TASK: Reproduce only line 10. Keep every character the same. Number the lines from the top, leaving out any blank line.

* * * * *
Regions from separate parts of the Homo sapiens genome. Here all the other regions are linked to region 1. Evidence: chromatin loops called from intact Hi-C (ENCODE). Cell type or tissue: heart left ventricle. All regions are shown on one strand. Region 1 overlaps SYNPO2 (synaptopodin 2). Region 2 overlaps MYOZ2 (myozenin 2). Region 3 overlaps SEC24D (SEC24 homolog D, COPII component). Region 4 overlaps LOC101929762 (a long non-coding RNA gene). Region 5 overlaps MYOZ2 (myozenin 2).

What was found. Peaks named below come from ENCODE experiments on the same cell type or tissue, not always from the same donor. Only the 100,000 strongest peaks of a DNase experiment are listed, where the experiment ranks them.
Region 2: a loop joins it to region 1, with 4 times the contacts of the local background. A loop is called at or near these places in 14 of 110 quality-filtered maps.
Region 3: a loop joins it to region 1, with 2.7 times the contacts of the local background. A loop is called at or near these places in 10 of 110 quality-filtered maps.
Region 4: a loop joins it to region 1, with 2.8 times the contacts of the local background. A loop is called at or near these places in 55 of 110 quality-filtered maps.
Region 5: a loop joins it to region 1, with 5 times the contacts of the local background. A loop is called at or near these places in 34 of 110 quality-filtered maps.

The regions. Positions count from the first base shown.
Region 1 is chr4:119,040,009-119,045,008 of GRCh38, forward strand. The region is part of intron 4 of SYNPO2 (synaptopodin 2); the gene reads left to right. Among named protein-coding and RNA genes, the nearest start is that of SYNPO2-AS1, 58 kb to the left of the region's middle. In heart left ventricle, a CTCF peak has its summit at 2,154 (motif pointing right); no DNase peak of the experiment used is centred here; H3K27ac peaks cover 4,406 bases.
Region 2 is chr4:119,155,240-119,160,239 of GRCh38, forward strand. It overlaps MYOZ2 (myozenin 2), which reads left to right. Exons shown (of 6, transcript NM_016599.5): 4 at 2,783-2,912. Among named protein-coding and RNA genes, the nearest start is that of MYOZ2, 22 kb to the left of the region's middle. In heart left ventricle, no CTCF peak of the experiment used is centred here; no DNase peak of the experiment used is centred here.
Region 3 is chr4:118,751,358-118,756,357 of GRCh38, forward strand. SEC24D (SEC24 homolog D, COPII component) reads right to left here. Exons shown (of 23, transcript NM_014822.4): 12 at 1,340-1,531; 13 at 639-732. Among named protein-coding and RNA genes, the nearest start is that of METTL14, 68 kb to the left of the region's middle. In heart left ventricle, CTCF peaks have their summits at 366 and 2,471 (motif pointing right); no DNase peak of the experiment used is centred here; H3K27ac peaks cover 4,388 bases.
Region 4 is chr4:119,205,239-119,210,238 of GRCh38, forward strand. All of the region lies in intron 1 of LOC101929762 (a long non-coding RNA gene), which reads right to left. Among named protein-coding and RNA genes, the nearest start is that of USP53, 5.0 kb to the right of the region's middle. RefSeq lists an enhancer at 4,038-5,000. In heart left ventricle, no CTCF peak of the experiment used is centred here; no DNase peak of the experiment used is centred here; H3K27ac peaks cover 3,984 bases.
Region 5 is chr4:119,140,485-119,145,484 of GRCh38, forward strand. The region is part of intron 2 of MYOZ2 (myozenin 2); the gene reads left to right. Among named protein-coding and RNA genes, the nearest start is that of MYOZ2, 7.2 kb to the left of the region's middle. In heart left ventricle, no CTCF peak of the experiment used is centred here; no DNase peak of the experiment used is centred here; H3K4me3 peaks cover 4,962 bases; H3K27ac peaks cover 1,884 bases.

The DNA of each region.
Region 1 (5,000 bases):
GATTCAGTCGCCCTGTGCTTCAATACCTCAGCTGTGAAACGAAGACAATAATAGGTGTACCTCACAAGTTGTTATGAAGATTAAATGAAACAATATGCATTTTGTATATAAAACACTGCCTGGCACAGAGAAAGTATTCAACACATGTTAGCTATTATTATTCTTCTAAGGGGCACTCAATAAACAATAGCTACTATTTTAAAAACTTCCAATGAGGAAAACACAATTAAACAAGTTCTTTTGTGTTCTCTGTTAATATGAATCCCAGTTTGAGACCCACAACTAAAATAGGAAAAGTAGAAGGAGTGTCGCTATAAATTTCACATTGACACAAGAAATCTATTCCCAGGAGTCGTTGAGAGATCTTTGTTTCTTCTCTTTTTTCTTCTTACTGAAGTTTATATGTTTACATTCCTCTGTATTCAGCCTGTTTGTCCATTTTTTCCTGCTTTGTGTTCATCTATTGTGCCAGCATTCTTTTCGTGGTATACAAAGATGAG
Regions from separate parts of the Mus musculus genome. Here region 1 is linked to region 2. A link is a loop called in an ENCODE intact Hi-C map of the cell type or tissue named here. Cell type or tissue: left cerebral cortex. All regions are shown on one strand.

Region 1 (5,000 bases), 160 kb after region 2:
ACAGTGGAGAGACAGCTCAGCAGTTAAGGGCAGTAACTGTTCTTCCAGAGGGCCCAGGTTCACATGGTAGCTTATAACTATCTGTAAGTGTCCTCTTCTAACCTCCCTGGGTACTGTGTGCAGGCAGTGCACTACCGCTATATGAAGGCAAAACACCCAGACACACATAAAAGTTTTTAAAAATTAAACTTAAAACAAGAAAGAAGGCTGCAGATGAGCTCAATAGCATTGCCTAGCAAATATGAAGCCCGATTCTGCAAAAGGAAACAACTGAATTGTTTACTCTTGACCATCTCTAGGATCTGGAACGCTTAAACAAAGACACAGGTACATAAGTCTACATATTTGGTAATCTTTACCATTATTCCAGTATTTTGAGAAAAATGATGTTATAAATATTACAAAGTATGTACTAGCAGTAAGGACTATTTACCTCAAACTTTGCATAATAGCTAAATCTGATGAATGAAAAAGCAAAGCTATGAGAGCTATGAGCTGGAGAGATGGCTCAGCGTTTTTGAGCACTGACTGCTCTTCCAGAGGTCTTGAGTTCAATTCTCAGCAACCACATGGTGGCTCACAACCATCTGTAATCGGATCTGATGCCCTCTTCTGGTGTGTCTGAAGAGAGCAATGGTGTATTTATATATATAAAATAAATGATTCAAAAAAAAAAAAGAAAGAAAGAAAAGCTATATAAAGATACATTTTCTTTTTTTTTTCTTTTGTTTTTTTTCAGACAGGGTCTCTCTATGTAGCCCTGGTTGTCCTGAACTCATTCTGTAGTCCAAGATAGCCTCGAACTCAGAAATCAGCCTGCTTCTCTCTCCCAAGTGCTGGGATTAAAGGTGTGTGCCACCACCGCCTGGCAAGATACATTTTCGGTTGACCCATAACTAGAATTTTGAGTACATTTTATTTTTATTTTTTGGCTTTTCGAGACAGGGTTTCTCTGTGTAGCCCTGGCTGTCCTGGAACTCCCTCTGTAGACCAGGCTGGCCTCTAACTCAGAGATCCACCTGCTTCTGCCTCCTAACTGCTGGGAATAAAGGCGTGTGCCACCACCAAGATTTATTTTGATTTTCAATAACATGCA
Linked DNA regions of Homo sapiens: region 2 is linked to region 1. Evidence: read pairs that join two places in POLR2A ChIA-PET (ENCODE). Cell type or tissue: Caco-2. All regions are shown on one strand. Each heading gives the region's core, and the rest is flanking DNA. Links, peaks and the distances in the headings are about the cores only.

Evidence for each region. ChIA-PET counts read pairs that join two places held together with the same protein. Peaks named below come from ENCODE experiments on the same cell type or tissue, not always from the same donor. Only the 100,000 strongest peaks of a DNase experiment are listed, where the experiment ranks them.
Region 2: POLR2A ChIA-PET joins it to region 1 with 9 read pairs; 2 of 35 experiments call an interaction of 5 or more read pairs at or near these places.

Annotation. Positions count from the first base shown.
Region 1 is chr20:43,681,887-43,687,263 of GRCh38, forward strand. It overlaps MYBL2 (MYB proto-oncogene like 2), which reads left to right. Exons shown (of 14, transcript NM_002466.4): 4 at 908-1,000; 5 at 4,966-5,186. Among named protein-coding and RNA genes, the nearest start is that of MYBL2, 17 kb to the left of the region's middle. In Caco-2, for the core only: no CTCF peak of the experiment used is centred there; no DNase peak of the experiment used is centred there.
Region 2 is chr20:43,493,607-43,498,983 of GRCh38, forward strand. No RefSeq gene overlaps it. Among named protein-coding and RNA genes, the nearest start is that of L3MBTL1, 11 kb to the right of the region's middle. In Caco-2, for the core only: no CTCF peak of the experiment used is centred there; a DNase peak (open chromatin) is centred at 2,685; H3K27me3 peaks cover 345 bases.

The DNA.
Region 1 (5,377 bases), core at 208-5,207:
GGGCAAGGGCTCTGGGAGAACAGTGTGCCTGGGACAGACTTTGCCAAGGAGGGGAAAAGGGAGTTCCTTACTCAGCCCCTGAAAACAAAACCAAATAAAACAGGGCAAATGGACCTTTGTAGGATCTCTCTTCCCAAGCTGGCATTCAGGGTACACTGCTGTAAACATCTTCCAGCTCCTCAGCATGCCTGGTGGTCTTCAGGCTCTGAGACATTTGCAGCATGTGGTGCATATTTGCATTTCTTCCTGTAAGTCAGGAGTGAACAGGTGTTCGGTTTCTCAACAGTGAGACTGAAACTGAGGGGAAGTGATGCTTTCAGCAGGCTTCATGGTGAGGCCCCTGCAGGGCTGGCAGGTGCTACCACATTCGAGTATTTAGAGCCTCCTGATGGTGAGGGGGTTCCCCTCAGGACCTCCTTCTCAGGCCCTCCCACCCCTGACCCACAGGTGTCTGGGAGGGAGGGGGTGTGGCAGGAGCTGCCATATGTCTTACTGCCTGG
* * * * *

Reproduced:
Region 3 is chr4:118,751,358-118,756,357 of GRCh38, forward strand. SEC24D (SEC24 homolog D, COPII component) reads right to left here. Exons shown (of 23, transcript NM_014822.4): 12 at 1,340-1,531; 13 at 639-732. Among named protein-coding and RNA genes, the nearest start is that of METTL14, 68 kb to the left of the region's middle. In heart left ventricle, CTCF peaks have their summits at 366 and 2,471 (motif pointing right); no DNase peak of the experiment used is centred here; H3K27ac peaks cover 4,388 bases.